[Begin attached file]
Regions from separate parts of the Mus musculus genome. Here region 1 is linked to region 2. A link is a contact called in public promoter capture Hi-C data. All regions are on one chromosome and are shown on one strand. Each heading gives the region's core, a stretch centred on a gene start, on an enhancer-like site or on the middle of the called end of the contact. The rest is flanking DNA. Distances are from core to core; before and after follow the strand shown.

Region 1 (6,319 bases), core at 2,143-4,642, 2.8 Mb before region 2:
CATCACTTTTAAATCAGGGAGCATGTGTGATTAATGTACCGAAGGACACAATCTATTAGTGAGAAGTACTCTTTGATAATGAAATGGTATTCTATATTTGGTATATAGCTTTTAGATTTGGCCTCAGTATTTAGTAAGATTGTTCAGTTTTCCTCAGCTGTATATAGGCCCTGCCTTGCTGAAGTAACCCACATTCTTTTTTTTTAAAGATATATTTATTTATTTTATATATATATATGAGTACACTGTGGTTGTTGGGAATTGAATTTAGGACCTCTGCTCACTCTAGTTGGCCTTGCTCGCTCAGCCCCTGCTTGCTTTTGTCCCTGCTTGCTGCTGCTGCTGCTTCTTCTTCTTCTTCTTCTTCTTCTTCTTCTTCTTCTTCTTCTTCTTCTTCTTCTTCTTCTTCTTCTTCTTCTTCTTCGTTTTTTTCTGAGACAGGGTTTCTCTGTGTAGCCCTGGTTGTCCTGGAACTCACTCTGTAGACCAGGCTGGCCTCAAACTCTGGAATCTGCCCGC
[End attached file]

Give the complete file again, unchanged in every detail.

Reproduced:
Regions from separate parts of the Mus musculus genome. Here region 1 is linked to region 2. A link is a contact called in public promoter capture Hi-C data. All regions are on one chromosome and are shown on one strand. Each heading gives the region's core, a stretch centred on a gene start, on an enhancer-like site or on the middle of the called end of the contact. The rest is flanking DNA. Distances are from core to core; before and after follow the strand shown.

Region 1 (6,319 bases), core at 2,143-4,642, 2.8 Mb before region 2:
CATCACTTTTAAATCAGGGAGCATGTGTGATTAATGTACCGAAGGACACAATCTATTAGTGAGAAGTACTCTTTGATAATGAAATGGTATTCTATATTTGGTATATAGCTTTTAGATTTGGCCTCAGTATTTAGTAAGATTGTTCAGTTTTCCTCAGCTGTATATAGGCCCTGCCTTGCTGAAGTAACCCACATTCTTTTTTTTTAAAGATATATTTATTTATTTTATATATATATATGAGTACACTGTGGTTGTTGGGAATTGAATTTAGGACCTCTGCTCACTCTAGTTGGCCTTGCTCGCTCAGCCCCTGCTTGCTTTTGTCCCTGCTTGCTGCTGCTGCTGCTTCTTCTTCTTCTTCTTCTTCTTCTTCTTCTTCTTCTTCTTCTTCTTCTTCTTCTTCTTCTTCTTCTTCTTCTTCTTCGTTTTTTTCTGAGACAGGGTTTCTCTGTGTAGCCCTGGTTGTCCTGGAACTCACTCTGTAGACCAGGCTGGCCTCAAACTCTGGAATCTGCCCGC